Malawi VP at women’s protest over trouser stripping

Malawi’s Vice President Joyce Banda joined hundreds of women and other men when they protested in Blantyre about street attacks on women for wearing pants, leggings and miniskirts, instead of dresses..

Banda, who earlier blamed the women attacks on the country’s current economic woes, where there are severe shortages of fuel and foreign currency at present, said she could not believe that women are attacked for their dressing.

The country’s second-in command said there is so “much suffering that people have decided to vent their frustrations on each other.”

“We have to say no to abuse against women. We have to fight for women’s rights,” said Vice President Banda who joined the audience in dancing to Bob Marley’s tune, “No woman no cry”, blaring from speakers.

Apart from the Vice President, there was Minister of Gender Reeen Kachere,  UDF presidential hopeful Atupele Muluzi, several MPs incluchurch leaders, university lecturers notably the outspoken Jessie Kabwila-Kapasula  and other activists.

Notable men attending were lawyer Wapona Kitta, activists Ben Chiza Mkandawire and Billy Mayaya.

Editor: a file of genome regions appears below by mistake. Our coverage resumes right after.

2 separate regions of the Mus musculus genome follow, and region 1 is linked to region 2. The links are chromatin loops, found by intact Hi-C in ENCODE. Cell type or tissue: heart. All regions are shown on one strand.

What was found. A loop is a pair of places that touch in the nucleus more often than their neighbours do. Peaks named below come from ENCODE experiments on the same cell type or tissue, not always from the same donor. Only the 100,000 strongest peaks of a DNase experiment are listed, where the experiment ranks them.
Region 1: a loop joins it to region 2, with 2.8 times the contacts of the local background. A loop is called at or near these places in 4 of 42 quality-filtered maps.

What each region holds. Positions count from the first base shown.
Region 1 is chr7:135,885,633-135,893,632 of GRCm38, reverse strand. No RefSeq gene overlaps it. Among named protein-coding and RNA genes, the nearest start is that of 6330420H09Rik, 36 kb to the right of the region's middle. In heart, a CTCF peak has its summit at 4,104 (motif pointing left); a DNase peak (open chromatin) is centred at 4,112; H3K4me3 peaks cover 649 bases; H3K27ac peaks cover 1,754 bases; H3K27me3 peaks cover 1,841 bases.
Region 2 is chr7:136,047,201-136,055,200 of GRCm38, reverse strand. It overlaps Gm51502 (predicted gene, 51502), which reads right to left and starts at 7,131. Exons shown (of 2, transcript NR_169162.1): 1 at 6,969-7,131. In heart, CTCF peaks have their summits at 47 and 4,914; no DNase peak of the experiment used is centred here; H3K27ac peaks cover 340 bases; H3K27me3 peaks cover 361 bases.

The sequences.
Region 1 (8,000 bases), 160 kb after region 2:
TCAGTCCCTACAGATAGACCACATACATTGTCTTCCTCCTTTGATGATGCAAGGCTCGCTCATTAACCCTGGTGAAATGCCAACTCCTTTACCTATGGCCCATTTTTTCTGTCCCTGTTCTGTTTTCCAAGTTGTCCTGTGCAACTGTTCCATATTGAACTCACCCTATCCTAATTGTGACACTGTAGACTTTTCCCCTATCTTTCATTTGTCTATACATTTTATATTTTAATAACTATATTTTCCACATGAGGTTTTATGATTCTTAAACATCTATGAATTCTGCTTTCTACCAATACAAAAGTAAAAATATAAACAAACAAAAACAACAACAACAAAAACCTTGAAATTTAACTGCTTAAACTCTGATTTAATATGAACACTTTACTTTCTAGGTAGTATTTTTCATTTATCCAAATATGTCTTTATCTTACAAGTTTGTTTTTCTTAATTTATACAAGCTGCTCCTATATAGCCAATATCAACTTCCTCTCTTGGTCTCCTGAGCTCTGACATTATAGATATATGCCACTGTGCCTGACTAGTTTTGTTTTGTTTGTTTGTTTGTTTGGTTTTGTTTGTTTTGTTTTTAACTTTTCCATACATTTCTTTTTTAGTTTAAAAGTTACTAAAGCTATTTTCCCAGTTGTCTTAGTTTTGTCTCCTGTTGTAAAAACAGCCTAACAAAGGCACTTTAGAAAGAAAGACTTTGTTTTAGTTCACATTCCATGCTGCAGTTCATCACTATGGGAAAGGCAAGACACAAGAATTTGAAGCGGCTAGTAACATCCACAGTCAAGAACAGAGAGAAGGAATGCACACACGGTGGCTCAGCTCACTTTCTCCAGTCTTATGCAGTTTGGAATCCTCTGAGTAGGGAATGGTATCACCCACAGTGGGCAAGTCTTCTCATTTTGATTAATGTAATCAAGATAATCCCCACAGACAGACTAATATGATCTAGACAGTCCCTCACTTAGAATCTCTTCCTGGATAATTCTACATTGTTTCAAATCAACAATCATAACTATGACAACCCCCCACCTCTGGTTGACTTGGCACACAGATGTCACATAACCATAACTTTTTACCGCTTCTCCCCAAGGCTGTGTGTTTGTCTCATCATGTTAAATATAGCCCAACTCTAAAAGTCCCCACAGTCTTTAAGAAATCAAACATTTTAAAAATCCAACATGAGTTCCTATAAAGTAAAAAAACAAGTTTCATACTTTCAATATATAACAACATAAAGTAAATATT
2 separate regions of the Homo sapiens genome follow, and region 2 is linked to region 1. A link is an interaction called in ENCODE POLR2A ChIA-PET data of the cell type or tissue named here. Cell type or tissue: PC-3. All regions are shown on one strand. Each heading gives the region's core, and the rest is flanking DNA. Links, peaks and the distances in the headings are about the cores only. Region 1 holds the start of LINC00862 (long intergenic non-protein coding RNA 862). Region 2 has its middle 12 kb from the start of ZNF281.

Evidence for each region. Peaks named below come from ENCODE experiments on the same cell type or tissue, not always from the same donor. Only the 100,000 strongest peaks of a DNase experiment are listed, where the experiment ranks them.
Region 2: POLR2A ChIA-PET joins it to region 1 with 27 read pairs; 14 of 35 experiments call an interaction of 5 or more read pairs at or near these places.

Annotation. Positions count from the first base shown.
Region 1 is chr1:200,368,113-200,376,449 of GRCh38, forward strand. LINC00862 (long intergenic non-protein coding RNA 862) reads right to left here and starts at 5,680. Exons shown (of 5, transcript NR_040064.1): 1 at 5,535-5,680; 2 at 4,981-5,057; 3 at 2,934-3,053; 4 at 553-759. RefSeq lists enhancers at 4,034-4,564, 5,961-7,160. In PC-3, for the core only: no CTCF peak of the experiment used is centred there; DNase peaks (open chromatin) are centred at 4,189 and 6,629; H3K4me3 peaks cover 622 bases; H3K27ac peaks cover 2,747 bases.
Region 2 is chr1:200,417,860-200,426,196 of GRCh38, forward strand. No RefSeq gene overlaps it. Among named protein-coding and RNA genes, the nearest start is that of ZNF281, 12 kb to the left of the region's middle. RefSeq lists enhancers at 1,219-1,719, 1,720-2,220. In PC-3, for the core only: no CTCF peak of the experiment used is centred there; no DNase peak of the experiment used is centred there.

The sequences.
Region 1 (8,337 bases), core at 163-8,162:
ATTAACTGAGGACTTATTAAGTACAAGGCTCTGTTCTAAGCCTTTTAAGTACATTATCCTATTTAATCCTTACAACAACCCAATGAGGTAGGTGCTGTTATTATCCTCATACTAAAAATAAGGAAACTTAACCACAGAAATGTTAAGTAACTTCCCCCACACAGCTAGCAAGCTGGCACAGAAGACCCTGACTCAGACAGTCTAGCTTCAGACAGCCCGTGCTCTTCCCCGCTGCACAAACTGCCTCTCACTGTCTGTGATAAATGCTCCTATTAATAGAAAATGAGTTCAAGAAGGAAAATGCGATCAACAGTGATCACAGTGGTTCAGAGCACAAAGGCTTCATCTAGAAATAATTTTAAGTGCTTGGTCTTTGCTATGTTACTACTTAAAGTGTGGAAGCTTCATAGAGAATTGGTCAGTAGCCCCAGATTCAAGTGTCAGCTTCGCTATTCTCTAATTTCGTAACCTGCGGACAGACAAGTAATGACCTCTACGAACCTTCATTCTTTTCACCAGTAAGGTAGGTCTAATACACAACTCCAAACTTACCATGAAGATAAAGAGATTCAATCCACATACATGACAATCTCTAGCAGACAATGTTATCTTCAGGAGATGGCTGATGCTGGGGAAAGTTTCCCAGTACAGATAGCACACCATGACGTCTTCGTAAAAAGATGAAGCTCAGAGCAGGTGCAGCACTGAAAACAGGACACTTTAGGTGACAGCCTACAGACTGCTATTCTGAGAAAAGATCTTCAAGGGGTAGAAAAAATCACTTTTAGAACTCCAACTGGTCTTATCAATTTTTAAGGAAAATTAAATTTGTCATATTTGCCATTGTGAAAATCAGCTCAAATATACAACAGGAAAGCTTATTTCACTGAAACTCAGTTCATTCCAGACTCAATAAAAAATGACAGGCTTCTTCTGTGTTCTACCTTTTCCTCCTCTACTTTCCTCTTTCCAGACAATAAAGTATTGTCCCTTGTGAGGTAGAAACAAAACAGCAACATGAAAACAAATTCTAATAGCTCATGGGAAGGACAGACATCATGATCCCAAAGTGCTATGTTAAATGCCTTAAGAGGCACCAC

Protesters wore pants, miniskirts and leggings in a show of solidarity as they gathered to condemn the attacks.

Others wore white T-shirts that said: “Today we buy your merchandize, tomorrow you strip us naked!” Written in the local Chichewa language (Lelo nkugule, mawa ukanzivule) in an apparentreference to the vendors carrying out the attacks.

One sign was held up during the gathering with the words: “Real men don’t bother women” .

One of the organisers,  Seodi White, a lawyer, said the women were being targeted by disaffected youth unhappy with the economic situation.

“Is this really about culture or something else in terms of economic hardship people are looking for an outlet to vent on?,” she told the BBC’s Network Africa programme.

Faustace Chirwa, executive director of Malawi-based National Women’s Lobby Group said; “Like a lot of Africa, there is a culture of instilling fear in women because people know they are voiceless even though they are guaranteed equality on paper.

“A lot of men in Africa believe they can dictate what women can do,” she said.

Chirwa demanded “tougher laws” to protect women from abuse.

A group of women stage in a sit-in at Commercial City in the city of Blantyre on Friday (AFP, Govati Nyirenda)

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